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Germany's rules of disengagement in Afghanistan

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Germany's rules of disengagement in Afghanistan
Photo: DPA
17:27 CET+01:00
A botched NATO air strike responsible for the tragic deaths of scores of civilians is threatening to derail Germany's military engagement in Afghanistan, writes The Local's Marc Young.

It's not looking good for Col. Georg Klein at the moment.

The Bundeswehr officer responsible for calling a controversial air strike on September 4 in the northern Afghan province of Kunduz appears to have made a flawed, lonely decision that resulted in several civilian casualties.

According to secret military documents released by the whistleblower website WikiLeaks on Monday, Klein relied solely on remote reconnaissance before having NATO jets bomb two fuel trucks hijacked by the Taliban. The colonel and his air control officer also apparently overruled the concerns of US pilots who wanted to use low-flying passes to scare people away before attacking.

The incident has already sparked the resignations of the Bundeswehr's top officer, Wolfgang Schneiderhan, and one of Chancellor Angela Merkel's cabinet ministers, former Defence Minster Franz Josef Jung, amid allegations they withheld information about the civilian deaths. But Klein's blunder could also have repercussions of far graver consequence for Berlin's military engagement in the strife-torn country.

Sadly it has taken the tragic events surrounding the air strike to expose Germany's half-hearted approach in Afghanistan: having soldiers there is fine as long as they aren't expected to fight and kill anyone.

Certainly, Klein never meant to cause the deaths of innocent Afghans – he apparently thought there was an imminent threat to German troops stationed near Kunduz. Unfortunately, Germany's willfully opaque rules of engagement for the Bundeswehr make it difficult to determine if the colonel actually overstepped his authority to call such a strike in the first place.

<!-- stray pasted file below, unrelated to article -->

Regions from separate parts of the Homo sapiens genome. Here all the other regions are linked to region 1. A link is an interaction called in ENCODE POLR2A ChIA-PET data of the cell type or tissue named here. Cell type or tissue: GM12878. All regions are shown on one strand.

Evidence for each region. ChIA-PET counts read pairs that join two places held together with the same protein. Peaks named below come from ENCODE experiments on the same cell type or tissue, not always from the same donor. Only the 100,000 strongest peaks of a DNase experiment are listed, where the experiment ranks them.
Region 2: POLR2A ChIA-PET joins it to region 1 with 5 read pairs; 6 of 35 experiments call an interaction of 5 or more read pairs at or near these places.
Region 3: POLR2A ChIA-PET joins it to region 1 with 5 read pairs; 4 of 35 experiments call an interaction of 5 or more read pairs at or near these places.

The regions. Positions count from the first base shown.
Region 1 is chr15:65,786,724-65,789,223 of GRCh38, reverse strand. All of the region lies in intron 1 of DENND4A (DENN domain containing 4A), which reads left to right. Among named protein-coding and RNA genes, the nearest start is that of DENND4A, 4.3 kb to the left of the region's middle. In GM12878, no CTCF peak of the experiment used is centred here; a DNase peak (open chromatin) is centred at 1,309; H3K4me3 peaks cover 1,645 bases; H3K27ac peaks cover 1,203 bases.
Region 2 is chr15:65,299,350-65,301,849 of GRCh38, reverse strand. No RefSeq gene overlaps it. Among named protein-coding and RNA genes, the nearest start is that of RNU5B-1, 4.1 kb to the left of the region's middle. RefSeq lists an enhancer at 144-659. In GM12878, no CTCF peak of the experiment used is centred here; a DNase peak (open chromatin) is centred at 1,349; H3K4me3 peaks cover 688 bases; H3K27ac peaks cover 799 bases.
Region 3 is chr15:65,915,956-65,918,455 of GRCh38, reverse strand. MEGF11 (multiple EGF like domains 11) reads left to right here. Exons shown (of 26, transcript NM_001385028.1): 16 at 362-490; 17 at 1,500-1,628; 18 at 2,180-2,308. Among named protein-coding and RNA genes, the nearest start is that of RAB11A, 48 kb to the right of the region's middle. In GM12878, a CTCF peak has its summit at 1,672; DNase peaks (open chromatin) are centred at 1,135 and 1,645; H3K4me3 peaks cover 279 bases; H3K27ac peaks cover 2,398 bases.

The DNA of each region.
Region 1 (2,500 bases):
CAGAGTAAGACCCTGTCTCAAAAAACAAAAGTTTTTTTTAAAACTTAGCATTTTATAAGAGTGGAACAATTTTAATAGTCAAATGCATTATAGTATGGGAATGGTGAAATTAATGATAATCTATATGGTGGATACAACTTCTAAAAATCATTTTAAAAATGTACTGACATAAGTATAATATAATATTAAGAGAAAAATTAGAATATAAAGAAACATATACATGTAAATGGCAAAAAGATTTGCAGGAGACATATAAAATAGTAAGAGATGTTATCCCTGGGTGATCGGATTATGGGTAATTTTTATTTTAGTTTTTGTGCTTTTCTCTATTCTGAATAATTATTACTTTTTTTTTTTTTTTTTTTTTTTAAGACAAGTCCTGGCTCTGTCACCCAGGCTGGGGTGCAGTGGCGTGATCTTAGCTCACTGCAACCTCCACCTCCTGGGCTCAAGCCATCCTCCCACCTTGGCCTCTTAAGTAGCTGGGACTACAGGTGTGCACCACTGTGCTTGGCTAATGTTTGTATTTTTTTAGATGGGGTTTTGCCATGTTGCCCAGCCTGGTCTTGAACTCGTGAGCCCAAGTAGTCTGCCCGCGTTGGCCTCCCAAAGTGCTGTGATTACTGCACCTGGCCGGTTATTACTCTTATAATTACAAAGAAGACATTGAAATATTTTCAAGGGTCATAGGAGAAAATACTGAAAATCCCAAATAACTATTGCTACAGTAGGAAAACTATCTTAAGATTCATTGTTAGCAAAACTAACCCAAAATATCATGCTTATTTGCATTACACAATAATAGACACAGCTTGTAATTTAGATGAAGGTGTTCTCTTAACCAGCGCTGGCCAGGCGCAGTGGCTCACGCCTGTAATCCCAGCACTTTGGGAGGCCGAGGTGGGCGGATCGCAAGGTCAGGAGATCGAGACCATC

After years of denial during which German troops were touted as merely being part of a heavily-armed reconstruction effort, Berlin tinkered with its military strategy last spring to allow the Bundeswehr to engage in more offensive action in Afghanistan. However, it failed at the time to open another front back home in the fight for public opinion.

Knowing the Bundeswehr's deployment in Afghanistan is highly unpopular, the German government still refuses to say its troops are “at war” with the Taliban and their al-Qaida terrorist cohorts. Berlin has also consistently rejected calls to have the Bundeswehr join US, British, Canadian, Dutch and other troops bearing the brunt of heavier fighting in the southern part of the country.

This is a disservice to both Germany's NATO allies and the already considerable sacrifices made by German men and women in uniform.

Undisputedly there is a still strong sentiment in German society that says the country's troops should never again be aggressors. This is both understandable and even admirable in light of Germany's troubled past. However, no one can realistically compare the Bundeswehr's mission in Afghanistan to the darker chapters of German history. And allowing the country to descend into chaos and become a staging base for Islamist terrorists is simply not an option.

Germany's NATO allies must be doubly dismayed by the Klein incident. Not only will they regret the civilian loss of life and how the Germans have bungled the air strike's aftermath, but they are now faced with the possibility Berlin will lose its stomach for fighting in the face of growing public opposition to the military deployment.

And this after they have pushed Germany for years to allow the Bundeswehr to become more involved in combat operations.

Instead of hoping the Kunduz air strike debacle will go away, Chancellor Merkel's government must now step up and explain to Germans why their troops are in Afghanistan. Berlin also needs to allow them to engage the enemy alongside its western and Afghan allies.

And if the government can't make a good enough case to both the German people and parliament for a more robust mandate for its military mission in Afghanistan, the Bundeswehr should be withdrawn.

Sitting on the fence with the Hindu Kush alight in the distance will simply no longer suffice.

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